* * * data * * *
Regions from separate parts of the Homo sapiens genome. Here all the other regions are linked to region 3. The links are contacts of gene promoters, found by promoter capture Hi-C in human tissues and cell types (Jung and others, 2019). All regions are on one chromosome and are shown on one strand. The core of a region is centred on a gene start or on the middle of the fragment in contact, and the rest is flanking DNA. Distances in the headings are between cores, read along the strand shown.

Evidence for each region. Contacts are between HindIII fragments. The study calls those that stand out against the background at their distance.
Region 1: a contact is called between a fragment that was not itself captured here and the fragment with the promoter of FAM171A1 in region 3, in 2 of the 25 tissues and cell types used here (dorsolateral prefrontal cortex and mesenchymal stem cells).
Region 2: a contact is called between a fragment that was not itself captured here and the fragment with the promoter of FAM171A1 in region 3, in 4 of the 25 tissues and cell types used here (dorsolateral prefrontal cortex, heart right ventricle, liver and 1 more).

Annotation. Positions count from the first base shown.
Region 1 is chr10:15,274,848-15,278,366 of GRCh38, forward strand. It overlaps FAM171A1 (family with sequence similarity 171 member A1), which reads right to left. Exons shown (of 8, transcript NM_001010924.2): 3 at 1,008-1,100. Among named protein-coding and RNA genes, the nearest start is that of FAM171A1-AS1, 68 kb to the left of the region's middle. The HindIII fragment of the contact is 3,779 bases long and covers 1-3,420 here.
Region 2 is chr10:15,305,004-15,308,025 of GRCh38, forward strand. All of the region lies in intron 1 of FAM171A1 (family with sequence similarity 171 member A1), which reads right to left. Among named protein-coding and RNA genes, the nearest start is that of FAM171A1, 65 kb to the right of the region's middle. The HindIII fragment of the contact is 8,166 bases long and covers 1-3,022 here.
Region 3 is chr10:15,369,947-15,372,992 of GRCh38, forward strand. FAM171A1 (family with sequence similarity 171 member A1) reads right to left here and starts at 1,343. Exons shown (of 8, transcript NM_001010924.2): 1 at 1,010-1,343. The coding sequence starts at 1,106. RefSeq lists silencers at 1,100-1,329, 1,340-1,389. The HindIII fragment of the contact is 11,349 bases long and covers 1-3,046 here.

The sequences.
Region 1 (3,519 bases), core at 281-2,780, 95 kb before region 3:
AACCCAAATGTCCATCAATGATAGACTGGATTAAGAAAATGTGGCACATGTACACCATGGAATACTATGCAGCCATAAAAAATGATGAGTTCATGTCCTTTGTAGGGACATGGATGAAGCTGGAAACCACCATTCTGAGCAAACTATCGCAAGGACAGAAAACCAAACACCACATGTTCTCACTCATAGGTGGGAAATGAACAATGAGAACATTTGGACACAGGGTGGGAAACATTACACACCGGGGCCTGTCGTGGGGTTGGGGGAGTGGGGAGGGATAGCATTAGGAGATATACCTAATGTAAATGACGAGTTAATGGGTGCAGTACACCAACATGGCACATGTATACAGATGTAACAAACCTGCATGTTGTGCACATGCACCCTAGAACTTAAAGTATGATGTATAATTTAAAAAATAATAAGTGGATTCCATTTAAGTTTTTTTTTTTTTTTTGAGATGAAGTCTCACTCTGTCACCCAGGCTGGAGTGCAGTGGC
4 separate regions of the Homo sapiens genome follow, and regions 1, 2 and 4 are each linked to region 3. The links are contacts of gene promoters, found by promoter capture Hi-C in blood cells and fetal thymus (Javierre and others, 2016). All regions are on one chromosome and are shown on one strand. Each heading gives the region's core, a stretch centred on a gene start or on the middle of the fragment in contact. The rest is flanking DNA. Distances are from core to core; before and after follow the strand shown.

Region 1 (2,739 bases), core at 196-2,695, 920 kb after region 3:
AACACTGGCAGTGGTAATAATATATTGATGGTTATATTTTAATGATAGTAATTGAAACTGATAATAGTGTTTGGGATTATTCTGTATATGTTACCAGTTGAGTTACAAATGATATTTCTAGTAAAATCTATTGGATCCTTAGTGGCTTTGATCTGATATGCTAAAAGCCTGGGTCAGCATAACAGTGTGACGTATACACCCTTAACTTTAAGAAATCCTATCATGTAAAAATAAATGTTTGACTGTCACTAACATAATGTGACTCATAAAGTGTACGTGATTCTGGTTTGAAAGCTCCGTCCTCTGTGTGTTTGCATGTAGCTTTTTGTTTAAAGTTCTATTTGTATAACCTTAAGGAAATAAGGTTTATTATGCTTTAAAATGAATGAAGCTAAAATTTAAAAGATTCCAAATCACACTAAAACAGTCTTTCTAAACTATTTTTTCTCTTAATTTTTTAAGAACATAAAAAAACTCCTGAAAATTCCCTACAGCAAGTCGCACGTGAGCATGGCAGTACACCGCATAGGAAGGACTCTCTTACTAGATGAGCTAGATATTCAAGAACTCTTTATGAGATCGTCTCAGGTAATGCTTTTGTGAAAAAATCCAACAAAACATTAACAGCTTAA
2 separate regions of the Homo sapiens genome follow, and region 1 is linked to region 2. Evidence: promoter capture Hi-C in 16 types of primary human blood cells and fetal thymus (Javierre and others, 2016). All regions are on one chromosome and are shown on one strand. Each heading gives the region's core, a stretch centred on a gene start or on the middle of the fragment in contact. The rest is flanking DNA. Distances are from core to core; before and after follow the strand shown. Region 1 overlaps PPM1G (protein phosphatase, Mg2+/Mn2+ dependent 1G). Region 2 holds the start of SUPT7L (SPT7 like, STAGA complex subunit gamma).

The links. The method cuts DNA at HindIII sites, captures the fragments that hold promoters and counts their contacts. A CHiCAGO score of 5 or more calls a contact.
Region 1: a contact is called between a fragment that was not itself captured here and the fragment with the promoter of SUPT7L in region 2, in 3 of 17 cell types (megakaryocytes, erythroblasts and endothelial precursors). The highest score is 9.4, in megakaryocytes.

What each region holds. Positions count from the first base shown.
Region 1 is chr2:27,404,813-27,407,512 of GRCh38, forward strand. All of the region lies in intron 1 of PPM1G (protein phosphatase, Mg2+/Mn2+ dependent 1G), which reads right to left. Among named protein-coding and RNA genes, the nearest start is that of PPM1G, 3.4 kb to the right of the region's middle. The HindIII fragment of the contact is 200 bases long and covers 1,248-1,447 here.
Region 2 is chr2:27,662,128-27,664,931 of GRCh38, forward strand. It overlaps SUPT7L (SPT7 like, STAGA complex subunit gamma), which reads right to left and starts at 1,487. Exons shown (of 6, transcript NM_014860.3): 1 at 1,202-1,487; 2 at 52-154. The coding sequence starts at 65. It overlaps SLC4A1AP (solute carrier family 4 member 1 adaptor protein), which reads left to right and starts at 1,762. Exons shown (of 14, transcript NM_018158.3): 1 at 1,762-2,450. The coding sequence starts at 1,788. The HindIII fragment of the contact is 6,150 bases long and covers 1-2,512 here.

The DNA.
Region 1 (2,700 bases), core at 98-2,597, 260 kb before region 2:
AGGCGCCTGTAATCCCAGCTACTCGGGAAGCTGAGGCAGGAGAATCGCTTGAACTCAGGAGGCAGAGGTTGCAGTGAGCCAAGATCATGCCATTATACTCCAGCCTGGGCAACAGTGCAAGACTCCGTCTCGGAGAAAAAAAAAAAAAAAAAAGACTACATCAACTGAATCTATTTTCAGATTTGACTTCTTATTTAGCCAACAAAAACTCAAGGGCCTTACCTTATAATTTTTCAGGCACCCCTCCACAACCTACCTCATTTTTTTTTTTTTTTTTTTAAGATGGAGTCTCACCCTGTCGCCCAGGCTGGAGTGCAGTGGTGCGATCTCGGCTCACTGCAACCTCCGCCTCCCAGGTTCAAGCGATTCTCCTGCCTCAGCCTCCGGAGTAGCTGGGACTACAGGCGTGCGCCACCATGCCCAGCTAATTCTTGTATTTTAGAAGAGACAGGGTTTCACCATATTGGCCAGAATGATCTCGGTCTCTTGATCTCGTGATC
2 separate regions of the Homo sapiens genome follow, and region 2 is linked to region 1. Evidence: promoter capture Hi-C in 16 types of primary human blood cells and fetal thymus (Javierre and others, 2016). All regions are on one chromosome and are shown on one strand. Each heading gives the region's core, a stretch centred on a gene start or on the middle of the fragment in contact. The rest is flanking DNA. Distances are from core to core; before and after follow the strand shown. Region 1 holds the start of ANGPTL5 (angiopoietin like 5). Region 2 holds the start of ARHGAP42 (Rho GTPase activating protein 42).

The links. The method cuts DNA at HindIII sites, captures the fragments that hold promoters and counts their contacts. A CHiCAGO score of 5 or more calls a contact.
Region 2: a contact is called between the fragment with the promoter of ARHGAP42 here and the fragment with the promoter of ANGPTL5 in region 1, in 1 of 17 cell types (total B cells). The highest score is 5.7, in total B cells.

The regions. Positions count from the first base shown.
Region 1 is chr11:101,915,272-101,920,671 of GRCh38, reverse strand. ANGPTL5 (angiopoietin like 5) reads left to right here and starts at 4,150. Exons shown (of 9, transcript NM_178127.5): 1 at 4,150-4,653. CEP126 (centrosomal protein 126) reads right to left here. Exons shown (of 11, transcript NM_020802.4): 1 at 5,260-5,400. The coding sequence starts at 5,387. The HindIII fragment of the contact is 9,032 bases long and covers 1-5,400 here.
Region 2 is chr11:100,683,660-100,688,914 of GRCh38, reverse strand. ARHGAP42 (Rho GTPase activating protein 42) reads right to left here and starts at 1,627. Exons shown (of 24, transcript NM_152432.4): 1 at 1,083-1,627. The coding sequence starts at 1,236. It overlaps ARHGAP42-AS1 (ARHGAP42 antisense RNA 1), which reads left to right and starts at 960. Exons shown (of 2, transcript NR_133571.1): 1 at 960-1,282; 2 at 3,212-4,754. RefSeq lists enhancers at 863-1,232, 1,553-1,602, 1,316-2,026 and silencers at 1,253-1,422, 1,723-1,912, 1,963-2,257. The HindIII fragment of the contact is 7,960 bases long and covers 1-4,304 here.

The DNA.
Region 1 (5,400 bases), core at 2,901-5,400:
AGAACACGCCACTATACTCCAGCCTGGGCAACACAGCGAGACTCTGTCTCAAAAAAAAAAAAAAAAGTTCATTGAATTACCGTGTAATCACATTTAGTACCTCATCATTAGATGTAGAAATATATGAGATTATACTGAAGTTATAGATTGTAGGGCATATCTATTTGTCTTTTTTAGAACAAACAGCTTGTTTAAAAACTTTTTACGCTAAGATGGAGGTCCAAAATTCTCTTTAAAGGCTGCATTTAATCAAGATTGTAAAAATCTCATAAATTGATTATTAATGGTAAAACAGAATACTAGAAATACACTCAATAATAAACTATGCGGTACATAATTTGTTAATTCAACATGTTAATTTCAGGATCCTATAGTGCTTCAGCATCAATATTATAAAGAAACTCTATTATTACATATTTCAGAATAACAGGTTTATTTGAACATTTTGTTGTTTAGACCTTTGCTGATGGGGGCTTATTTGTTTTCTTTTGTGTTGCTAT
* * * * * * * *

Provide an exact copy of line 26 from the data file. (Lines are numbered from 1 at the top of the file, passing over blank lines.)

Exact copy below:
Region 2: a contact is called between the fragment with the promoter of ARHGAP42 here and the fragment with the promoter of ANGPTL5 in region 1, in 1 of 17 cell types (total B cells). The highest score is 5.7, in total B cells.